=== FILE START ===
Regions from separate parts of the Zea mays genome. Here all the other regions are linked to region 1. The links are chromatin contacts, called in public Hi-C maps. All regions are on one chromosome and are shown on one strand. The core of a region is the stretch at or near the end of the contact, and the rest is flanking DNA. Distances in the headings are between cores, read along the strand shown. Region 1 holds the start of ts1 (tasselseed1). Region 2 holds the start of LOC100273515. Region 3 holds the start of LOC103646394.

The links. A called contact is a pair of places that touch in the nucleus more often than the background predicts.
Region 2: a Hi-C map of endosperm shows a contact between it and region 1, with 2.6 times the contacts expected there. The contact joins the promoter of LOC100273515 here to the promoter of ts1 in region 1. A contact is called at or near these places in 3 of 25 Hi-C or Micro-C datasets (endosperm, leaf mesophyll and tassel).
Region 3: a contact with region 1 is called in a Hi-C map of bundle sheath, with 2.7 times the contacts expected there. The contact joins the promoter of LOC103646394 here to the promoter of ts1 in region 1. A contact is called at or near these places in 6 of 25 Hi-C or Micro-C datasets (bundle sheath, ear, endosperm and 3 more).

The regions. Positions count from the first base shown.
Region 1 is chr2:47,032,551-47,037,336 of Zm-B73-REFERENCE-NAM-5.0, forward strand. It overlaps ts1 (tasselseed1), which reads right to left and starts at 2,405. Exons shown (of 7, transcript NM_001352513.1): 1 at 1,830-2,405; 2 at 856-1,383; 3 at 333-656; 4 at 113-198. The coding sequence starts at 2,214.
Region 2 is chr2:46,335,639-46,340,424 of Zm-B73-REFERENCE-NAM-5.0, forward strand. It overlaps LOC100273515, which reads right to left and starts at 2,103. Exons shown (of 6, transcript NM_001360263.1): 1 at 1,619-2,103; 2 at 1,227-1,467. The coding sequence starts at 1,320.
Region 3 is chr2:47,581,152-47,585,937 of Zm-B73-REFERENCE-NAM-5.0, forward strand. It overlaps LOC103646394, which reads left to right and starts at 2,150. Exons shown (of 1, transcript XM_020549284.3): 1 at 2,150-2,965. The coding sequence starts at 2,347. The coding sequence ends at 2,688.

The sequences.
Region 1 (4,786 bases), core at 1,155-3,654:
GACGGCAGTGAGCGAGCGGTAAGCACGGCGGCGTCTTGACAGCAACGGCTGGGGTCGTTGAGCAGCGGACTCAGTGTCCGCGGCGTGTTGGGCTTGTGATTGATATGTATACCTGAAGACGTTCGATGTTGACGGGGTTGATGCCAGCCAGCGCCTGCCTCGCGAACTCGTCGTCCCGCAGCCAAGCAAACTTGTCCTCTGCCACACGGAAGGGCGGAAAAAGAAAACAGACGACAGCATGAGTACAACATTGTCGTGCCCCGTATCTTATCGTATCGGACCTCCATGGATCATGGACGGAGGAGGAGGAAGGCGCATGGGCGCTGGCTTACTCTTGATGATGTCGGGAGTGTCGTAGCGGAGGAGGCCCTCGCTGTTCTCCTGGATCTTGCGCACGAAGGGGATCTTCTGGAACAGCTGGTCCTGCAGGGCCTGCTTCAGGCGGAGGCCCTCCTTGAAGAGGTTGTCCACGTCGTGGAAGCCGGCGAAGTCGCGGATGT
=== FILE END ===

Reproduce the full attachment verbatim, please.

Regions from separate parts of the Zea mays genome. Here all the other regions are linked to region 1. The links are chromatin contacts, called in public Hi-C maps. All regions are on one chromosome and are shown on one strand. The core of a region is the stretch at or near the end of the contact, and the rest is flanking DNA. Distances in the headings are between cores, read along the strand shown. Region 1 holds the start of ts1 (tasselseed1). Region 2 holds the start of LOC100273515. Region 3 holds the start of LOC103646394.

The links. A called contact is a pair of places that touch in the nucleus more often than the background predicts.
Region 2: a Hi-C map of endosperm shows a contact between it and region 1, with 2.6 times the contacts expected there. The contact joins the promoter of LOC100273515 here to the promoter of ts1 in region 1. A contact is called at or near these places in 3 of 25 Hi-C or Micro-C datasets (endosperm, leaf mesophyll and tassel).
Region 3: a contact with region 1 is called in a Hi-C map of bundle sheath, with 2.7 times the contacts expected there. The contact joins the promoter of LOC103646394 here to the promoter of ts1 in region 1. A contact is called at or near these places in 6 of 25 Hi-C or Micro-C datasets (bundle sheath, ear, endosperm and 3 more).

The regions. Positions count from the first base shown.
Region 1 is chr2:47,032,551-47,037,336 of Zm-B73-REFERENCE-NAM-5.0, forward strand. It overlaps ts1 (tasselseed1), which reads right to left and starts at 2,405. Exons shown (of 7, transcript NM_001352513.1): 1 at 1,830-2,405; 2 at 856-1,383; 3 at 333-656; 4 at 113-198. The coding sequence starts at 2,214.
Region 2 is chr2:46,335,639-46,340,424 of Zm-B73-REFERENCE-NAM-5.0, forward strand. It overlaps LOC100273515, which reads right to left and starts at 2,103. Exons shown (of 6, transcript NM_001360263.1): 1 at 1,619-2,103; 2 at 1,227-1,467. The coding sequence starts at 1,320.
Region 3 is chr2:47,581,152-47,585,937 of Zm-B73-REFERENCE-NAM-5.0, forward strand. It overlaps LOC103646394, which reads left to right and starts at 2,150. Exons shown (of 1, transcript XM_020549284.3): 1 at 2,150-2,965. The coding sequence starts at 2,347. The coding sequence ends at 2,688.

The sequences.
Region 1 (4,786 bases), core at 1,155-3,654:
GACGGCAGTGAGCGAGCGGTAAGCACGGCGGCGTCTTGACAGCAACGGCTGGGGTCGTTGAGCAGCGGACTCAGTGTCCGCGGCGTGTTGGGCTTGTGATTGATATGTATACCTGAAGACGTTCGATGTTGACGGGGTTGATGCCAGCCAGCGCCTGCCTCGCGAACTCGTCGTCCCGCAGCCAAGCAAACTTGTCCTCTGCCACACGGAAGGGCGGAAAAAGAAAACAGACGACAGCATGAGTACAACATTGTCGTGCCCCGTATCTTATCGTATCGGACCTCCATGGATCATGGACGGAGGAGGAGGAAGGCGCATGGGCGCTGGCTTACTCTTGATGATGTCGGGAGTGTCGTAGCGGAGGAGGCCCTCGCTGTTCTCCTGGATCTTGCGCACGAAGGGGATCTTCTGGAACAGCTGGTCCTGCAGGGCCTGCTTCAGGCGGAGGCCCTCCTTGAAGAGGTTGTCCACGTCGTGGAAGCCGGCGAAGTCGCGGATGT